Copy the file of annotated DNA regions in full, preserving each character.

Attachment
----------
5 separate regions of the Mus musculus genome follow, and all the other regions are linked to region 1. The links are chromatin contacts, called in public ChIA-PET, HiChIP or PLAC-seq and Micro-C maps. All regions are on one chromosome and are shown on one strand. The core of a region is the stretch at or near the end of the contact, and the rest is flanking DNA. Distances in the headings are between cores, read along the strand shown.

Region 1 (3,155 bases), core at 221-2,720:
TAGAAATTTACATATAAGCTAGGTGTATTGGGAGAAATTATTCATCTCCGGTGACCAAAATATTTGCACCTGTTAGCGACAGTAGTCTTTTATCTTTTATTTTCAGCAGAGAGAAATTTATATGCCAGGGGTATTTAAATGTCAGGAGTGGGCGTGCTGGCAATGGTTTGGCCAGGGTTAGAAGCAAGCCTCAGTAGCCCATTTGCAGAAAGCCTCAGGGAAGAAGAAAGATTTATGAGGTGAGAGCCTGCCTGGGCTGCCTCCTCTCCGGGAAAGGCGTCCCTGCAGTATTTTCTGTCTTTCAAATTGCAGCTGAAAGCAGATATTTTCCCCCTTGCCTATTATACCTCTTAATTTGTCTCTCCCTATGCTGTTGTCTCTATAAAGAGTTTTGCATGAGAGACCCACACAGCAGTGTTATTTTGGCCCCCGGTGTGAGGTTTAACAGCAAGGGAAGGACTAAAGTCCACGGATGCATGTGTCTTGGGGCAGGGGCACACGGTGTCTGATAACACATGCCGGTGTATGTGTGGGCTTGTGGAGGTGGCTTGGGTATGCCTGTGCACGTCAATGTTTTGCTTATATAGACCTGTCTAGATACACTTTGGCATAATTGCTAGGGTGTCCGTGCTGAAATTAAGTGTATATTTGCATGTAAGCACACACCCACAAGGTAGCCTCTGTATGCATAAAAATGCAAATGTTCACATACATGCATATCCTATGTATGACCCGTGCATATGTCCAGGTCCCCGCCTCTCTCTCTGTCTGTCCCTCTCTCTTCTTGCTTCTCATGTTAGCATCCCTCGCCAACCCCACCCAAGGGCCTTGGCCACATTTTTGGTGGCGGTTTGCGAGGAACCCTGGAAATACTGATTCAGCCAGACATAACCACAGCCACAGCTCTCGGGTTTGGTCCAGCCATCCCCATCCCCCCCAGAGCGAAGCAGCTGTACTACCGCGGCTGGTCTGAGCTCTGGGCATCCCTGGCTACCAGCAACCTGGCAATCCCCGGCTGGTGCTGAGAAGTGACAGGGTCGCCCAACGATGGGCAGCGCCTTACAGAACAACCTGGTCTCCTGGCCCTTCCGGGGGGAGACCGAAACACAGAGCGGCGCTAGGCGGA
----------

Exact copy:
5 separate regions of the Mus musculus genome follow, and all the other regions are linked to region 1. The links are chromatin contacts, called in public ChIA-PET, HiChIP or PLAC-seq and Micro-C maps. All regions are on one chromosome and are shown on one strand. The core of a region is the stretch at or near the end of the contact, and the rest is flanking DNA. Distances in the headings are between cores, read along the strand shown.

Region 1 (3,155 bases), core at 221-2,720:
TAGAAATTTACATATAAGCTAGGTGTATTGGGAGAAATTATTCATCTCCGGTGACCAAAATATTTGCACCTGTTAGCGACAGTAGTCTTTTATCTTTTATTTTCAGCAGAGAGAAATTTATATGCCAGGGGTATTTAAATGTCAGGAGTGGGCGTGCTGGCAATGGTTTGGCCAGGGTTAGAAGCAAGCCTCAGTAGCCCATTTGCAGAAAGCCTCAGGGAAGAAGAAAGATTTATGAGGTGAGAGCCTGCCTGGGCTGCCTCCTCTCCGGGAAAGGCGTCCCTGCAGTATTTTCTGTCTTTCAAATTGCAGCTGAAAGCAGATATTTTCCCCCTTGCCTATTATACCTCTTAATTTGTCTCTCCCTATGCTGTTGTCTCTATAAAGAGTTTTGCATGAGAGACCCACACAGCAGTGTTATTTTGGCCCCCGGTGTGAGGTTTAACAGCAAGGGAAGGACTAAAGTCCACGGATGCATGTGTCTTGGGGCAGGGGCACACGGTGTCTGATAACACATGCCGGTGTATGTGTGGGCTTGTGGAGGTGGCTTGGGTATGCCTGTGCACGTCAATGTTTTGCTTATATAGACCTGTCTAGATACACTTTGGCATAATTGCTAGGGTGTCCGTGCTGAAATTAAGTGTATATTTGCATGTAAGCACACACCCACAAGGTAGCCTCTGTATGCATAAAAATGCAAATGTTCACATACATGCATATCCTATGTATGACCCGTGCATATGTCCAGGTCCCCGCCTCTCTCTCTGTCTGTCCCTCTCTCTTCTTGCTTCTCATGTTAGCATCCCTCGCCAACCCCACCCAAGGGCCTTGGCCACATTTTTGGTGGCGGTTTGCGAGGAACCCTGGAAATACTGATTCAGCCAGACATAACCACAGCCACAGCTCTCGGGTTTGGTCCAGCCATCCCCATCCCCCCCAGAGCGAAGCAGCTGTACTACCGCGGCTGGTCTGAGCTCTGGGCATCCCTGGCTACCAGCAACCTGGCAATCCCCGGCTGGTGCTGAGAAGTGACAGGGTCGCCCAACGATGGGCAGCGCCTTACAGAACAACCTGGTCTCCTGGCCCTTCCGGGGGGAGACCGAAACACAGAGCGGCGCTAGGCGGA